10 Eventing Prep Hacks

April 05, 2022  •  Leave a Comment

10 Eventing Prep Hacks

Packing and prepping for an event can be really stressful. Especially when you're thinking about that horrible 10 minutes packed with nerves before you trot down the centre line.

We all know prepping for your events starts weeks and even months in advance, but I wanted to offer you some tips on making sure you're all ready and feel prepared in the week leading up to the big day.







1. Work out an exercise plan for your horse the week before. 

Depending on your horse, you'll either want them to feel fresh, or calmer for an event. You won't increase fitness by that much in the final few days before an event, but it's important to get your horse mentally switched on and get you both in a really positive head space.

Don't try anything new the week before an event, think of easy, fun and mentally challenging things to do with your horse. Maybe some small jumping exercises focusing on accuracy and straightness, or some pole work to get your horse really thinking.

My old horse was very laid back, so I used to hack him lightly the day before an event. You might want to run through your test, or if your horse is fresh on event days, you might want to go for a longer hack or school them so they've burned off a bit of energy. Have a chat with your coach and see what they think is best for you both.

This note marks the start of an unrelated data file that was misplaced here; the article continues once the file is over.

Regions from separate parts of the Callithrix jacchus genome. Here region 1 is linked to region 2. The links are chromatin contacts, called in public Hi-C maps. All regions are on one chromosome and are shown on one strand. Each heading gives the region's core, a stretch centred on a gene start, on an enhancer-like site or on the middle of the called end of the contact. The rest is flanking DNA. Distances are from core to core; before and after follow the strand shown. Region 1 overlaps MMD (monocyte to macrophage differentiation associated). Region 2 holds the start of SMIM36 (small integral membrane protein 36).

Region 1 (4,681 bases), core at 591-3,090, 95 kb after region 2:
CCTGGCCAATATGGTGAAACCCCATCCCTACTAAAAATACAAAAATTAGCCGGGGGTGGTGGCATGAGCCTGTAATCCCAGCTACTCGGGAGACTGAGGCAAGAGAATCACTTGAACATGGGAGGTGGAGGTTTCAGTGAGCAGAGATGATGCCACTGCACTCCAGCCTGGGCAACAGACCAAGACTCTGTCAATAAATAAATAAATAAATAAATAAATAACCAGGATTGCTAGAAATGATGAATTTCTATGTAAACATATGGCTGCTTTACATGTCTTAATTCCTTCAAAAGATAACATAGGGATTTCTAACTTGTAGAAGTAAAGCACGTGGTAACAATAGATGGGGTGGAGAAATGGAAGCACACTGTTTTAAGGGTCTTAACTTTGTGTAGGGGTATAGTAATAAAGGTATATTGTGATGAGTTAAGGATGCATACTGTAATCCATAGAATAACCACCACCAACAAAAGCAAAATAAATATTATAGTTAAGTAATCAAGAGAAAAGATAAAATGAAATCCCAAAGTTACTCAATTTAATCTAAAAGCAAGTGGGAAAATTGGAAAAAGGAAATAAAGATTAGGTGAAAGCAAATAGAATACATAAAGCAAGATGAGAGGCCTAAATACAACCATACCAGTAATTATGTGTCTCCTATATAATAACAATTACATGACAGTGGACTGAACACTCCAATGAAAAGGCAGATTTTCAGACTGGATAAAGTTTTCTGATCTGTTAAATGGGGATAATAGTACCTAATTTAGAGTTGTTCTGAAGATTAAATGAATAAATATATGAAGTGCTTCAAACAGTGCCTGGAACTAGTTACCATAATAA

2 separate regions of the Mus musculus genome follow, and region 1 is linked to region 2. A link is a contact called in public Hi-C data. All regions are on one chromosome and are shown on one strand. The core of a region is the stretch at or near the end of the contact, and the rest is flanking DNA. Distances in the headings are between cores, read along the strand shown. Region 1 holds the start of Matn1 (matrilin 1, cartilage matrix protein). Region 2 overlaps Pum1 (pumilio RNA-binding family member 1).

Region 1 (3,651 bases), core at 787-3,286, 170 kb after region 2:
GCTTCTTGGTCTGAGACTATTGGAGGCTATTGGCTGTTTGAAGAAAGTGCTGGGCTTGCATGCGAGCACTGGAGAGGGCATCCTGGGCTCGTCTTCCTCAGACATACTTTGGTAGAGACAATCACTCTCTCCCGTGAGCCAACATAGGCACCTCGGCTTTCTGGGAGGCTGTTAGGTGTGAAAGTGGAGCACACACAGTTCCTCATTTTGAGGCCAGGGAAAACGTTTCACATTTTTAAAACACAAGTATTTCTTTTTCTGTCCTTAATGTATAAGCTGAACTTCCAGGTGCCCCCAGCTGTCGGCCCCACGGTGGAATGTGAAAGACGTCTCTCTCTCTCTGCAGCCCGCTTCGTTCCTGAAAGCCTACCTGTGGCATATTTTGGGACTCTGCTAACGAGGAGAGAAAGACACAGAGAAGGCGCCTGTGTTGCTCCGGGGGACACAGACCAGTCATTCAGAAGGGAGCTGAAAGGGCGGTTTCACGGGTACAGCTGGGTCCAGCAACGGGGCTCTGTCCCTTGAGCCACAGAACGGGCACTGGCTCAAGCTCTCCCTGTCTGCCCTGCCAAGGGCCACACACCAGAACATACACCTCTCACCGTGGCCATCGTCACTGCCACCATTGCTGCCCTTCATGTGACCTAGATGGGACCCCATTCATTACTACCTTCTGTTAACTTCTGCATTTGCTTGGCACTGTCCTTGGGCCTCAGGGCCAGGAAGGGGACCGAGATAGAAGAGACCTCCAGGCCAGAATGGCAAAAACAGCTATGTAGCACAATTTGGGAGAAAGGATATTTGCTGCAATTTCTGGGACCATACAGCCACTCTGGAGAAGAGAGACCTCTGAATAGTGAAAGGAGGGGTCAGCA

2. Draw out your dressage test on a piece of paper.

Make sure you know where you're going in your dressage test! There are other ways to run through your test without being on your horse. Drawing a little arena on a piece of paper can really help you learn, or physically walking the test in your school at home might help you. Either way, make sure you're confident in knowing where you're going, so you can really focus on how your horse is going on the day.



3. Write a checklist.

This one might seem obvious, but spend time a few days before writing up a checklist. Writing a list when you're not stressed out thinking about your event the next day gives you time to really think about what you need to take. Divide your list into each phase plus extras. If you can type this up and print it out so you can have a fresh copy for every event that's great! Don't forget to tick things off as you go, and tick again once they're in the lorry.